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June 1, 2011

Facebook Facility a Work in Progress

FOREST CITY — How the completed Facebook Data Center campus off Old Caroleen Road will look can only be left to the imagination.

The finished picture is now blurred by steal beams, generators, the beginnings of Facebook-patented cooling system and some 390 project engineers and construction workers, the vast majority from Rutherford County.

Roads have been built, although they aren’t yet on any official map. Workers nicknamed the main artery leading into the planned 335,000-square-foot site “Social Circle.”

Makes sense. 

Facebook, founded in 2004 by Harvard student Mark Zuckerberg, has more than 600 million users worldwide and is looking to make inroads into outposts of technology and, for that matter, freedom, in places such as China and Iran. The social networking giant is in the midst of conquering Brazil by appealing to ex-patriots, said George Henry.

Henry, operations manager for the data center, on Wednesday led Rutherford County commissioners and other local officials on a tour of the mammoth campus. 

The visitors’ responses were complimentary and predictable, the words awesome, amazing and unbelievable used repetitively.

The data center is being built in phases involving four sections. The contractors, DPR Fortis, are scheduled to hand Section A over to Facebook in September. A power substation from Duke Energy is in place, as is the building shell, in which banks of servers will be installed. The patented air-conditioning system, in which the heat from the powerful servers is funneled into what amounts to a large air-conditioning system on the top floor, will cool the building to 78 degrees Fahrenheit. The air, said Henry, “is completely recycled.” It’s the same design Facebook uses at its Prineville, Ore., data center, though because of the differences in climate project officials are eager to test it here.

“It’s a lot more moist here than the high desert of Oregon,” Henry said. 

An open area of the building will include space for about 45 desks, as well as space for a dining area and video-game room. Henry expects Facebook to start distributing data from the site in January, and not until one server room is about 80 percent full will project managers commission the next area. 

“Most of what we do physically is on the screen; it’s in the virtual world,” Henry said.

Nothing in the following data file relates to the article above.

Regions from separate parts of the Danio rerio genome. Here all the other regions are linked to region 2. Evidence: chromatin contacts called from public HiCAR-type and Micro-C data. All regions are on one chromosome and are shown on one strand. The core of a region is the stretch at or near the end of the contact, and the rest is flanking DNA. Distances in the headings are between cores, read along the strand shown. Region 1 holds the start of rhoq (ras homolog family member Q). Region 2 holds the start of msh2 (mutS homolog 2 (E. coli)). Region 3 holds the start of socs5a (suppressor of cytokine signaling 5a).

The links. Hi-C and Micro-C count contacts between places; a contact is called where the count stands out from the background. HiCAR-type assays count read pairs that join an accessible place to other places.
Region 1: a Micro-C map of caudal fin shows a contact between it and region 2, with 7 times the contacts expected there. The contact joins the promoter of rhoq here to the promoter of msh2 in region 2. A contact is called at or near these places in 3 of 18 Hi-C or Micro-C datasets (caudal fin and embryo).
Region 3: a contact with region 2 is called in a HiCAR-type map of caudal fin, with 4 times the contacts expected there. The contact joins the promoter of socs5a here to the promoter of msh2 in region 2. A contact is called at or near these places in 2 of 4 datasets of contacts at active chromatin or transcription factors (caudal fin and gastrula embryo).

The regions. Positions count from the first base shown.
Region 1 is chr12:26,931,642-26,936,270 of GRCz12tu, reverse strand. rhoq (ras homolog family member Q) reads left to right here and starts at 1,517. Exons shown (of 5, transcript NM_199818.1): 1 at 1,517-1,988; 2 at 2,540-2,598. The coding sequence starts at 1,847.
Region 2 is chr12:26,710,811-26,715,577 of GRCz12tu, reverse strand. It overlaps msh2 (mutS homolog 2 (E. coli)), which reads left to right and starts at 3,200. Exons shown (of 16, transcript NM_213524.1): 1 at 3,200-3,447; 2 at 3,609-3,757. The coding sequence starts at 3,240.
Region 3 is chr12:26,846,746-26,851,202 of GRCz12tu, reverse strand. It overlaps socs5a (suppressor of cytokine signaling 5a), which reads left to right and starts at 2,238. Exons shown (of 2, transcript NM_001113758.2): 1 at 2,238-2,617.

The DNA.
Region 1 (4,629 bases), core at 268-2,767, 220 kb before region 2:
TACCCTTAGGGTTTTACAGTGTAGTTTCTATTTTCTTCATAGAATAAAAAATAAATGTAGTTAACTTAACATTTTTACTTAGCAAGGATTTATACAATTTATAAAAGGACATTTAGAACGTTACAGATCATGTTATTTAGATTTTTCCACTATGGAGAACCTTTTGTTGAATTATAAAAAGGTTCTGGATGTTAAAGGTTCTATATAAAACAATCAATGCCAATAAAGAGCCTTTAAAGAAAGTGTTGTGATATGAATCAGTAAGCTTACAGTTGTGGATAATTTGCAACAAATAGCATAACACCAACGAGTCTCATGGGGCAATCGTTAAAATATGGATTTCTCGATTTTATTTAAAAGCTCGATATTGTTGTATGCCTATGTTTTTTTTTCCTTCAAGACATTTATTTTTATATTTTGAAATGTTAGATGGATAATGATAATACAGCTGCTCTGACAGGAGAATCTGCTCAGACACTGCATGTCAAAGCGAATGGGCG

But things are moving quickly. During the tour Henry, who lives in the Washington, D.C., area but remains here during the week, pointed to a cavernous space finished with smooth concrete. He arrived March 16, and at that time “it was still dirt. The speed of which they work here is incredible,” he said.

The old Mako Marine building is all but gone, though workers are careful to dispatch the remnants of the structure into neatly arranged piles. No trash. 

“You never see a garbage can go out to waste,” Henry said. The refuse is sorted and recycled. Facebook has already commissioned a local artist to build a sculpture from metal scraps emanating from the once-functional building. “These guys are clean, clean, clean.”

The site is being built around, and in consideration of, the dwarf-flowered heartleaf, a threatened plant native to the county. Facebook is also protecting a natural trout stream on the site. When finished, Henry foresees a picturesque campus, spanning 140 acres featuring gardening areas and a running track. The site will employ about 45 people, according to initial estimates, although Facebook’s mere presence here is a boon to the county, which county commissioners chair Bill Eckler likens to an anchor store in a large mall, drawing people in. 

From a rooftop, in temperatures that approached the 90s — made even more formidable by the fresh black top — the view goes for miles; a water tower not far from the site is special, however, if only because it will one day carry the trademark Facebook “f.”

“The goal,” Henry said, “is to have every sixth-grader who tours this site say this is where I’m from, and I couldn’t be happier.”

by John Trump, Editor @ The Digital Courier